Thirsk 10 – a little bit of history

Thirsk 10, in one form or another, has been held annually for more than 40 years, and the race this year was just squeezed in before lockdown, for which the club was happy, but not more so than the 1000 or so runners who took part.  The origins of the race go back to the early 50s, when Hambleton District Council organised the Northallerton to Thirsk 10 mile Road Race, at a time when road races were almost unheard of, but the would be founder of Thirsk and Sowerby Harriers, Norman Smith, took part, along with maybe a couple of hundred or so runners.

Norman did a lot of running in those days, at Darlington Harriers and at Harrogate Harriers, as well as on the roads round Thirsk, and when he looked into the feasibility of a club in Thirsk, in 1977, and it was established, he decided to have a go at resurrecting the earlier race with the support of Hambleton District Council.  The race would begin at the far side of Northallerton, about opposite where Sam Turners now is, and finish in Thirsk Market Place.  Runners were bussed to Northallerton, with changing in the Community Centre, and finished in front of the Golden Fleece in Thirsk.  Presentations were made in Thirsk Town Hall, and 300 to 400 runners took part.  In 1982, there were more than 500 runners, with only 36 of them women.  How things have changed!  The race was held in June, starting at 2pm, which could well be the hottest part of the day – in fact, in 1982, it was wet!  The winner that year was Ian Gilmour of Wolverhampton of Wolverhampton, a Scottish international runne,r in 48.20, with Paul Taylor of Sunderland 2nd in 49.42 and Brendan Foster of Gateshead 3rd in 49.42.  Over the years, top class runners have been attracted to the event because of the flat course enabling fast times, and this continues to be the case to this day, with Alyson Dixon of Sunderland a recent winner of the ladies race, and Tracey Morris of Valley Striders a few years previously, both going on the represent Team GB in the Olympic Marathon.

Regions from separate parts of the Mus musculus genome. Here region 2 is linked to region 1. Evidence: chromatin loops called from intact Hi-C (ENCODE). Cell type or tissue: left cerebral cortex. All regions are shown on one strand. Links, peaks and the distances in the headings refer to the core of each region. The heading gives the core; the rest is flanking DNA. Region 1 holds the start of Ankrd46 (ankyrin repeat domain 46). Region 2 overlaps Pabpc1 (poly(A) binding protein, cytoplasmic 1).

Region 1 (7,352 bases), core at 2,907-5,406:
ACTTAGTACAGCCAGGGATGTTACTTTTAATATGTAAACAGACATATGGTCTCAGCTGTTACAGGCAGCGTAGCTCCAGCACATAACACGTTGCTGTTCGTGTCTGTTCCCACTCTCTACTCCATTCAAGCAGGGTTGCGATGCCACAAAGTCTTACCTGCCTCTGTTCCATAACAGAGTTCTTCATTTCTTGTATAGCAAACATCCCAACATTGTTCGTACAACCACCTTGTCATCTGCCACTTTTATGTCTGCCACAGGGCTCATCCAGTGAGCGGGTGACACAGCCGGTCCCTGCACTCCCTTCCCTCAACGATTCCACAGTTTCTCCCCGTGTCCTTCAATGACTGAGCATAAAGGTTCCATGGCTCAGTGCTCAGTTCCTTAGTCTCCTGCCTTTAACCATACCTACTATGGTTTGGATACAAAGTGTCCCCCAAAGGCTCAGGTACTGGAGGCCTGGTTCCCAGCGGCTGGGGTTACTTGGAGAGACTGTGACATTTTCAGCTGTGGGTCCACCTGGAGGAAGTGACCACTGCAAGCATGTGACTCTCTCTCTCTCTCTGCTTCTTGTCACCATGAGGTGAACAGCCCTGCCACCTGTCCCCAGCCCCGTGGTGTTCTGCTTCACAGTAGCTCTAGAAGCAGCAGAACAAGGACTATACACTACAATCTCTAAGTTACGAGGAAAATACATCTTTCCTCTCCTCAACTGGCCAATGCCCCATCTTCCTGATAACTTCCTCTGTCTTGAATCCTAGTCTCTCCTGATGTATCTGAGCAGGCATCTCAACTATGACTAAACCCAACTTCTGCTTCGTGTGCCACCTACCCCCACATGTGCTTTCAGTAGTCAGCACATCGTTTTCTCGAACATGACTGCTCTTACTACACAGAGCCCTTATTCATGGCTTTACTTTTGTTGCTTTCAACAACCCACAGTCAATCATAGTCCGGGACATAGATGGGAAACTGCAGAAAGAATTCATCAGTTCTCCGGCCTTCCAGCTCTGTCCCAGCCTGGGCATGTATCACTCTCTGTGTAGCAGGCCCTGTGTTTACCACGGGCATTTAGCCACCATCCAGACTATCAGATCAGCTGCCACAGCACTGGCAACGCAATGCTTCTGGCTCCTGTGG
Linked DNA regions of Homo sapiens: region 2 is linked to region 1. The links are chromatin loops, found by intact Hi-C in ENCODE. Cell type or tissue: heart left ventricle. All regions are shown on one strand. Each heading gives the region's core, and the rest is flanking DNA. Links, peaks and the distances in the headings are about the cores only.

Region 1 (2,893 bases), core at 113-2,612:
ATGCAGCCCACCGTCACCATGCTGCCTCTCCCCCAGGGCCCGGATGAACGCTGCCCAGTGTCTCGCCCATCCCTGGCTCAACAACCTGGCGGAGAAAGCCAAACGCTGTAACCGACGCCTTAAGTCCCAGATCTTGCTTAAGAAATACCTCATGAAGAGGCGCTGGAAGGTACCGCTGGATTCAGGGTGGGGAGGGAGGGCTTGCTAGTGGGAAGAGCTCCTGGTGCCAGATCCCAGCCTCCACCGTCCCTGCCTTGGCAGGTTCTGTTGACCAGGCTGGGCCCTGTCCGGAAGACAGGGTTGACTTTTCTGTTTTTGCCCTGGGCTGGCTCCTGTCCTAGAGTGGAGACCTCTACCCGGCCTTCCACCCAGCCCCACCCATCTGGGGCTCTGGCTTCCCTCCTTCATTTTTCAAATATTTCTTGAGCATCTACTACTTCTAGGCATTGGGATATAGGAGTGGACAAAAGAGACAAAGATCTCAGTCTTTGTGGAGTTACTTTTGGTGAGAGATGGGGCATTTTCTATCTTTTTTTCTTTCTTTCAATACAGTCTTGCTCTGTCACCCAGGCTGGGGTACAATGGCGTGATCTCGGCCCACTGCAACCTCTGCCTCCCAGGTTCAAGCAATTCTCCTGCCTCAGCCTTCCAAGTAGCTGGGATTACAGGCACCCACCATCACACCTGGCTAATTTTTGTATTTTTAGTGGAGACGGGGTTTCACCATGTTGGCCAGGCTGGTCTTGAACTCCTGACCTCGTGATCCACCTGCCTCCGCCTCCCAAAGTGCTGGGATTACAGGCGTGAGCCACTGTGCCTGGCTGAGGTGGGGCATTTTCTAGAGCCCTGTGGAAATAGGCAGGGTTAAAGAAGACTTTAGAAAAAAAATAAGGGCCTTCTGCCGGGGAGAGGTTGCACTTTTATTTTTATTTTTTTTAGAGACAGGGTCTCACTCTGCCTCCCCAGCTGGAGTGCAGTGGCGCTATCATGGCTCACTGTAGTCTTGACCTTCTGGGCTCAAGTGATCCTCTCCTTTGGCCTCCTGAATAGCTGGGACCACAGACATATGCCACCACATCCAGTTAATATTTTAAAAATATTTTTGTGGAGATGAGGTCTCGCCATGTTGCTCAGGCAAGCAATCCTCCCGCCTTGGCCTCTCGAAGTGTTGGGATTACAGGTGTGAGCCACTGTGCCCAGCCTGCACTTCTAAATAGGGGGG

The course for the route was brought to an abrupt end, when one year in the early 80s, the race had just started when the crossing gates went down because of an approaching train (nothing changes) and a hundred or so runners got through but the remainder had to wait for the train, which made a mockery of the race.  A new course had to be found, and the race became the Thirsk 10.  The start was opposite the racecourse, with runners going round Town End, up Topcliffe Road, along Gravel Hole Lane, along Front Street, Sowerby, back across Town End, and into Newsham Road to continue back through Sandhutton to the racecourse.  The police were a great help in the early days, but times change, and traffic hold ups were horrendous along Station Road.  Remember, this was June, a very hot day, and holiday makers going through Thirsk were sitting scorching in their cars, not very happy! 

The race was then moved to November, passing along Newsham Road, with an out and back near Sandhutton to make up the 10 miles, but one year it had to be cancelled on the day of the race because of snow and ice on the road, which lost the race a lot of friends.  The date was moved once again to March  where it remains to this day.  The course has been tweaked from time to time, but still attracts top class runners from far and wide, as well as novices who want to test themselves over 10 miles.

I recently discovered that in the early to mid 80s, the Round Table organised a half marathon, in July, which again started at the racecourse, through the Market Place, along Northallerton Road to and through Thornton le Moor, on to the A167, and back through Sandutton to the racecourse.  About 500 runners took part, the race being started one year by Ian Botham!  No doubt Norman Smith and Cyril Sherwood were on hand to give advice!

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